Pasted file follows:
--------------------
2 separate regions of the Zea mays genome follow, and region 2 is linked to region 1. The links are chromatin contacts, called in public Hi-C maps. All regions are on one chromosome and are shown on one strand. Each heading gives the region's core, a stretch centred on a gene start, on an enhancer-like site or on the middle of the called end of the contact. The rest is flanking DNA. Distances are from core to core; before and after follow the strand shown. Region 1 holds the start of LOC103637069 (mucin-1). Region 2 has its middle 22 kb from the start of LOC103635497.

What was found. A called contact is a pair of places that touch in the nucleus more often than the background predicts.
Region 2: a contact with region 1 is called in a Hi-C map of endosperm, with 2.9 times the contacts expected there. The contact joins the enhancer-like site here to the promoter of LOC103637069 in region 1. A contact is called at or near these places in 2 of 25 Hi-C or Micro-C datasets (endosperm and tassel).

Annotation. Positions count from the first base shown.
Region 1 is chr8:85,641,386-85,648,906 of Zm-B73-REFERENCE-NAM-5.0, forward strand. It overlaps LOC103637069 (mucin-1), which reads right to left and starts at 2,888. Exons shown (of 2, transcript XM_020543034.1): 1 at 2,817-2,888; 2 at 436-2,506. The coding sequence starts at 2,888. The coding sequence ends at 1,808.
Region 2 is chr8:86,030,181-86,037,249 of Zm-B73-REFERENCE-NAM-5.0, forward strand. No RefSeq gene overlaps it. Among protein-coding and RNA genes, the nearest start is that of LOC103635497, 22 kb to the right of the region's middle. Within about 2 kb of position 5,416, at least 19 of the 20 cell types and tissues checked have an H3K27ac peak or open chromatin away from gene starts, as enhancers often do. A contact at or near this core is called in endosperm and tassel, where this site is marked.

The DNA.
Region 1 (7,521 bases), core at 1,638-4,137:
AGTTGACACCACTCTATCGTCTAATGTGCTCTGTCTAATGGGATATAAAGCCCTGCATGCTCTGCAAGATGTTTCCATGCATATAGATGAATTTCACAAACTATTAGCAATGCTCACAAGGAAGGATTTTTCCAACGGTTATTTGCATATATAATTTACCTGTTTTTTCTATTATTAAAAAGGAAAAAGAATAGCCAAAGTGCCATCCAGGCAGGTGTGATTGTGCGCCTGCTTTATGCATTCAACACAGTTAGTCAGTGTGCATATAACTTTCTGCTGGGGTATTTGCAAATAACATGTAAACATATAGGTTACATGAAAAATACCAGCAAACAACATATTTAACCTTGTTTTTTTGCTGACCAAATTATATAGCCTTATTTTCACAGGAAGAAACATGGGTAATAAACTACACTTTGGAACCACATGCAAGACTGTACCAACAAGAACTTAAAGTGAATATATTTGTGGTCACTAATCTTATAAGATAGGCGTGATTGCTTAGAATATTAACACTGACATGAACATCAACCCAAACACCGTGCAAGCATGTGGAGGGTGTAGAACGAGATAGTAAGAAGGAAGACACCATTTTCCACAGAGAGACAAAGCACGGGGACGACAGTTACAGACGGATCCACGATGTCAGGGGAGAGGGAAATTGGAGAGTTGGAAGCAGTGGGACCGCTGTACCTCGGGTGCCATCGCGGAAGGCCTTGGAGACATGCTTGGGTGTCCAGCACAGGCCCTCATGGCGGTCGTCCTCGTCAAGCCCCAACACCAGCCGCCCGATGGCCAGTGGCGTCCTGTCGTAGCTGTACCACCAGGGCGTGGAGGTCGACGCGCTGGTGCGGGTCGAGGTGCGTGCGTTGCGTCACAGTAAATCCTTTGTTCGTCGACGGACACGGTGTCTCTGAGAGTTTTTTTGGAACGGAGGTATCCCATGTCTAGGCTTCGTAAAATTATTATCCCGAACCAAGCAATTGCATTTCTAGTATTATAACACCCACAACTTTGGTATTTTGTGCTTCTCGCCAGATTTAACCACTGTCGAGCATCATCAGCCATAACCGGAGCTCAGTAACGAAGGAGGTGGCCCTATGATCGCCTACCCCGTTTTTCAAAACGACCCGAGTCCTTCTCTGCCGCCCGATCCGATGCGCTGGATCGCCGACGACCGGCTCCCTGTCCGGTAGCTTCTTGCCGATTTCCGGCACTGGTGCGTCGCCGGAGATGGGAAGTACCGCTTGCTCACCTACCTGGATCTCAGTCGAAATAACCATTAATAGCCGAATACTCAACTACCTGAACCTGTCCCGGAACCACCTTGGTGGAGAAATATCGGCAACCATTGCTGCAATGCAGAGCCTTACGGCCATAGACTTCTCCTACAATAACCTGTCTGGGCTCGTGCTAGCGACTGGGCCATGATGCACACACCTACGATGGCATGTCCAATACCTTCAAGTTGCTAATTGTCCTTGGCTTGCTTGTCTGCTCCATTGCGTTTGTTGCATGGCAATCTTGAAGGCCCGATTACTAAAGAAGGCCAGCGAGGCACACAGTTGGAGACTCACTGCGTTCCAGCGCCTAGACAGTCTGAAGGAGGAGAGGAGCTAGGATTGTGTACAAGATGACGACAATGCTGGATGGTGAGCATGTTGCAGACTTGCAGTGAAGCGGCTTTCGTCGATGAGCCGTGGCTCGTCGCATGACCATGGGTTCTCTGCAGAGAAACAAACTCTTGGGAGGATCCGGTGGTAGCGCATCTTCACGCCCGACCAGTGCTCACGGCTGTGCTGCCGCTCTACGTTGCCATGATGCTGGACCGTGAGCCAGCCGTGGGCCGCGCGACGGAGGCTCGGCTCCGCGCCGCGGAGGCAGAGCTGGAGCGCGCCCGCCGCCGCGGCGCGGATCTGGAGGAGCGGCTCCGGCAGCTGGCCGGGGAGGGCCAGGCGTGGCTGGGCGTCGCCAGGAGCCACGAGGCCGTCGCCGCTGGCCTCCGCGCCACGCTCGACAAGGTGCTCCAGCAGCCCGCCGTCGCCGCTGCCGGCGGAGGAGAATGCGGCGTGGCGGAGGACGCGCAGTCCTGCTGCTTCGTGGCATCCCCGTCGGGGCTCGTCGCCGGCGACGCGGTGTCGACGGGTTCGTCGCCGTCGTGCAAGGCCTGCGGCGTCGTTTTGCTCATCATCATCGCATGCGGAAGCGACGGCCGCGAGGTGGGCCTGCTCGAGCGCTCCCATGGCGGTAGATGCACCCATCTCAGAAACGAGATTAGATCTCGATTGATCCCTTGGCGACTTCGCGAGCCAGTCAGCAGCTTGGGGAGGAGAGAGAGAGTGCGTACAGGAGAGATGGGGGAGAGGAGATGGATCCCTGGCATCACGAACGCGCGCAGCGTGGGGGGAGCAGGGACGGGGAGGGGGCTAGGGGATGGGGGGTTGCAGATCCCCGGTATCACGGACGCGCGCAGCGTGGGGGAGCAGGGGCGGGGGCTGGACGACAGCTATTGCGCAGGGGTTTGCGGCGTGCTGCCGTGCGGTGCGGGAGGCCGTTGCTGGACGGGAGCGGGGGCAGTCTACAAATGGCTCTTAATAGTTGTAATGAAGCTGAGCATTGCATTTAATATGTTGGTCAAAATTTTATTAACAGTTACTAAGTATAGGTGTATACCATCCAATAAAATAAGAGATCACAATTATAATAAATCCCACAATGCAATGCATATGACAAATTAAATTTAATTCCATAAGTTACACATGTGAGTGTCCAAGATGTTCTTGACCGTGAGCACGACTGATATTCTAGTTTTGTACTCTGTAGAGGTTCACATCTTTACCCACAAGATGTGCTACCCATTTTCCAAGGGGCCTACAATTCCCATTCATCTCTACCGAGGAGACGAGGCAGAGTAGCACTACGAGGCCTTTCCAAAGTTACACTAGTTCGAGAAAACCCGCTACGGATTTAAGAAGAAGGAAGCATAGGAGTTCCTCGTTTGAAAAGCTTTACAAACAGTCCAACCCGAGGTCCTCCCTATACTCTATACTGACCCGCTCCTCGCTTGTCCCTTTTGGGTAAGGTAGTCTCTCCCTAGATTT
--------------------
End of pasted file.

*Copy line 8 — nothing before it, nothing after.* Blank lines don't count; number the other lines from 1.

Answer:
Region 1 (7,521 bases), core at 1,638-4,137: